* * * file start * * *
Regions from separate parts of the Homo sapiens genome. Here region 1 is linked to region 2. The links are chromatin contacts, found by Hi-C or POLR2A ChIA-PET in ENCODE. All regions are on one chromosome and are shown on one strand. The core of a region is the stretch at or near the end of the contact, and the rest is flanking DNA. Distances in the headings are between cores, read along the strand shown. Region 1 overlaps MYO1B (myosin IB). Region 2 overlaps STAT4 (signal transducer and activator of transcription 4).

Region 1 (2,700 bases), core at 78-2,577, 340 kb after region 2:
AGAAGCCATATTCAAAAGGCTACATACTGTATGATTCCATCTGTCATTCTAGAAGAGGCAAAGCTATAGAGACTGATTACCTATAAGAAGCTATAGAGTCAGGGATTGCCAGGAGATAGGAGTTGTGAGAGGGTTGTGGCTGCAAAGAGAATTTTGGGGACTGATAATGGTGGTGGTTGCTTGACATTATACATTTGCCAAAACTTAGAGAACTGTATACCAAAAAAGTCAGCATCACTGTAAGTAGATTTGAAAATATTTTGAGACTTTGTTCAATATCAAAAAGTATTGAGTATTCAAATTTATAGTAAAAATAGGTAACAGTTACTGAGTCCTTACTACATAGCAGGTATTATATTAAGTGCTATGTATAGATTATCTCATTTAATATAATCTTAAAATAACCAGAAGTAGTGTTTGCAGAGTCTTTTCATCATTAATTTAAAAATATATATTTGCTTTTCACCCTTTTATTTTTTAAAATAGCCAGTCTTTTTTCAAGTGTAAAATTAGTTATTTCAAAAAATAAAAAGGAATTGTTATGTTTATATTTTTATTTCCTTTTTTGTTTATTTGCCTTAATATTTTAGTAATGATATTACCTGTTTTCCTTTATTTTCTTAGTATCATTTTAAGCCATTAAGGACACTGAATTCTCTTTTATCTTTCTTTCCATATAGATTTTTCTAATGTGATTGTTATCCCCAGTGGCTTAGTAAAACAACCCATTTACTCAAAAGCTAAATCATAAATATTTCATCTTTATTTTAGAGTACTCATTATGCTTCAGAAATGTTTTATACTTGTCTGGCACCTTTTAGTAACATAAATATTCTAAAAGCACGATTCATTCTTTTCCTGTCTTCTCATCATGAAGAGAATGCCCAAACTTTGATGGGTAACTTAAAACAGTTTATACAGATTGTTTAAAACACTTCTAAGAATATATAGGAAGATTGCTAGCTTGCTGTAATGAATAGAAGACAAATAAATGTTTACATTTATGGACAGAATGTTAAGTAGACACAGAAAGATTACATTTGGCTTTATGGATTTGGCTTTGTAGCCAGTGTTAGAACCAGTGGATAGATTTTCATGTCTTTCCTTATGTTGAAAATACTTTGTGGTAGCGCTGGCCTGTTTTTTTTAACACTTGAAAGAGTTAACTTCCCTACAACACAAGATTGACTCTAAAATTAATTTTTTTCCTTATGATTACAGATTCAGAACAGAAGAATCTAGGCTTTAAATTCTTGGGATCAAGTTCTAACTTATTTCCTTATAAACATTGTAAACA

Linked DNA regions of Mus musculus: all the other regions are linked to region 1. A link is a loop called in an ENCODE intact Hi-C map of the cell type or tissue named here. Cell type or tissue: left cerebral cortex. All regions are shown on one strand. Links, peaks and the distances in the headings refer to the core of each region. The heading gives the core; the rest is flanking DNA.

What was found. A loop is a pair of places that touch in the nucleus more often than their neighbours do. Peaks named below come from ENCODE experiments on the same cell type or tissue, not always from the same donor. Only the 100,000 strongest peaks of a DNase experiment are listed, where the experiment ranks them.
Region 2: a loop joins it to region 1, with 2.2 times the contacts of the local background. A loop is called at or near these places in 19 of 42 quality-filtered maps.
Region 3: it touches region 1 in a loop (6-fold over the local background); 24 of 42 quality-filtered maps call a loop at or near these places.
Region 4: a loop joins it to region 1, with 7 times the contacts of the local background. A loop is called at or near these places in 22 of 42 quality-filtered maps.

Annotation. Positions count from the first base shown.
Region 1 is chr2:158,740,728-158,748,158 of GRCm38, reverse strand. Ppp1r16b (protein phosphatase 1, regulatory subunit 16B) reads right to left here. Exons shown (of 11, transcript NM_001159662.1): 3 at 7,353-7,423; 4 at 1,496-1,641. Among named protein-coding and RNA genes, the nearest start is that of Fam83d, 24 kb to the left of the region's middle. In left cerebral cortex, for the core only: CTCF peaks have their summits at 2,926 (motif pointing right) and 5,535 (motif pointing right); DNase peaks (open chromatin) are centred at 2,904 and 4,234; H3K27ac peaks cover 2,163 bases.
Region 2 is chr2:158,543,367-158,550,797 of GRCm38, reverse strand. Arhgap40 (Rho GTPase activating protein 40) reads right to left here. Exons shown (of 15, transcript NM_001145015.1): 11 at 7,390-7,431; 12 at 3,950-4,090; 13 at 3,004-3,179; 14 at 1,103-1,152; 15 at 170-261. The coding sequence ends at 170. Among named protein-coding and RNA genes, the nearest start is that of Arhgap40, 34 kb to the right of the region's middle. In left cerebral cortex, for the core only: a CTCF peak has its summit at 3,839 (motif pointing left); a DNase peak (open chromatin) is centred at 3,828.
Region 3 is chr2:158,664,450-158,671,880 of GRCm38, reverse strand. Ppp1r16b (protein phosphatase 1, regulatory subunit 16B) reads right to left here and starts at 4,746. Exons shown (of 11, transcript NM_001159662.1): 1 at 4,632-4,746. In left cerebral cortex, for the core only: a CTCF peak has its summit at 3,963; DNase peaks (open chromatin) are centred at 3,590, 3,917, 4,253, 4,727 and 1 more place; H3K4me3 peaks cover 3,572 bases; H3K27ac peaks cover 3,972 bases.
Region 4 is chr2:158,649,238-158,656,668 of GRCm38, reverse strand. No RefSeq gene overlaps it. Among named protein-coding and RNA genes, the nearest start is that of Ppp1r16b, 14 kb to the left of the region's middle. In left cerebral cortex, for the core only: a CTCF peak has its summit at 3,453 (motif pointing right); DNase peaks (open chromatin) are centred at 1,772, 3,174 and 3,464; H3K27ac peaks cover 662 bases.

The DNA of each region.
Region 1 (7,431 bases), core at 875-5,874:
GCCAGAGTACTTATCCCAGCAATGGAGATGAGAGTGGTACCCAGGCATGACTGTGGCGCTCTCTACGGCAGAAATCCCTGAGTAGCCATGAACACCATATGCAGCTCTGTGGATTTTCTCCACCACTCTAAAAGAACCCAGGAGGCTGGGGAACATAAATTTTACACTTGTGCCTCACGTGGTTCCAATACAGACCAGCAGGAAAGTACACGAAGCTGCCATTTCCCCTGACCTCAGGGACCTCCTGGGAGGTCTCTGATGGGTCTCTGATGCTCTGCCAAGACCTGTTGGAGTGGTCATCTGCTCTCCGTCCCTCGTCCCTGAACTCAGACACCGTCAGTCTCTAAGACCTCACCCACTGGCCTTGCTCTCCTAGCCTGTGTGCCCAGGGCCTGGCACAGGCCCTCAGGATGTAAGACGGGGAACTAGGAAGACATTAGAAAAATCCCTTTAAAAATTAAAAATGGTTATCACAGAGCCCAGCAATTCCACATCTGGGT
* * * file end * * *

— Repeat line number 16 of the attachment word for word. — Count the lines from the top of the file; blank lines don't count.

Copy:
GCCAGAGTACTTATCCCAGCAATGGAGATGAGAGTGGTACCCAGGCATGACTGTGGCGCTCTCTACGGCAGAAATCCCTGAGTAGCCATGAACACCATATGCAGCTCTGTGGATTTTCTCCACCACTCTAAAAGAACCCAGGAGGCTGGGGAACATAAATTTTACACTTGTGCCTCACGTGGTTCCAATACAGACCAGCAGGAAAGTACACGAAGCTGCCATTTCCCCTGACCTCAGGGACCTCCTGGGAGGTCTCTGATGGGTCTCTGATGCTCTGCCAAGACCTGTTGGAGTGGTCATCTGCTCTCCGTCCCTCGTCCCTGAACTCAGACACCGTCAGTCTCTAAGACCTCACCCACTGGCCTTGCTCTCCTAGCCTGTGTGCCCAGGGCCTGGCACAGGCCCTCAGGATGTAAGACGGGGAACTAGGAAGACATTAGAAAAATCCCTTTAAAAATTAAAAATGGTTATCACAGAGCCCAGCAATTCCACATCTGGGT